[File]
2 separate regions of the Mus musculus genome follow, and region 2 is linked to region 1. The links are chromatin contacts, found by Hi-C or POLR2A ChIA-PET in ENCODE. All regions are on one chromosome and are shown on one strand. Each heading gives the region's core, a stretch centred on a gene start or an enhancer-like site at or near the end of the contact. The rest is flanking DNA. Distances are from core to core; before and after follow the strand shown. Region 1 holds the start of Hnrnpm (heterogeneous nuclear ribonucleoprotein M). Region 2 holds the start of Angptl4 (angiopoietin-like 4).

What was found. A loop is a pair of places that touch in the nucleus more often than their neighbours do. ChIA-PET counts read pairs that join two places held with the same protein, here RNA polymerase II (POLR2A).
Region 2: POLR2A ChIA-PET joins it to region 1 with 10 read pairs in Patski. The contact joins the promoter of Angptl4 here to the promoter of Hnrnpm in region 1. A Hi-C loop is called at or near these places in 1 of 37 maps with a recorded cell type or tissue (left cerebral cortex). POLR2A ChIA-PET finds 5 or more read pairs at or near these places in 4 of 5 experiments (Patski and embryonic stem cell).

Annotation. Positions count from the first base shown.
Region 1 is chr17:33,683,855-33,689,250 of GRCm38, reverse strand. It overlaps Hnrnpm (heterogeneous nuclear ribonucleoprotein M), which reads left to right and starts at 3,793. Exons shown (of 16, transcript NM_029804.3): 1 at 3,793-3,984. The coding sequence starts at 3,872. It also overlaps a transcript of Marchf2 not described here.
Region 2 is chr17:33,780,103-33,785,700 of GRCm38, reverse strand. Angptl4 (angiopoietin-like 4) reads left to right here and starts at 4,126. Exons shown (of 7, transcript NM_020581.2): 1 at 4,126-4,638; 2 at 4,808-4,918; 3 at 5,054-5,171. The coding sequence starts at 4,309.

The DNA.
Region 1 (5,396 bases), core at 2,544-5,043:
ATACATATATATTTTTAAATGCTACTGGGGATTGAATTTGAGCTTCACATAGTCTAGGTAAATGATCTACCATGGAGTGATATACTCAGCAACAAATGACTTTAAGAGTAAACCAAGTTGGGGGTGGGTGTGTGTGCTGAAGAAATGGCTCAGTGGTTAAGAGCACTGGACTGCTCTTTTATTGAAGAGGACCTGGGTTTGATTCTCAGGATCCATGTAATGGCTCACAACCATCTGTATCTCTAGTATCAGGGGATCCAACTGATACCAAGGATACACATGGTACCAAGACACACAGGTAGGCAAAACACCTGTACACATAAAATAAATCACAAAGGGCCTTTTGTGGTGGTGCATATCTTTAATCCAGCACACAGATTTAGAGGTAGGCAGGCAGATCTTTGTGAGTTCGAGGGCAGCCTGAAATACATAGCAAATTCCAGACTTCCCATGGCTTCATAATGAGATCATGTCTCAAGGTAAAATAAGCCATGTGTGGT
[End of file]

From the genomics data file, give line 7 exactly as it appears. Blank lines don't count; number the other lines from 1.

The DNA.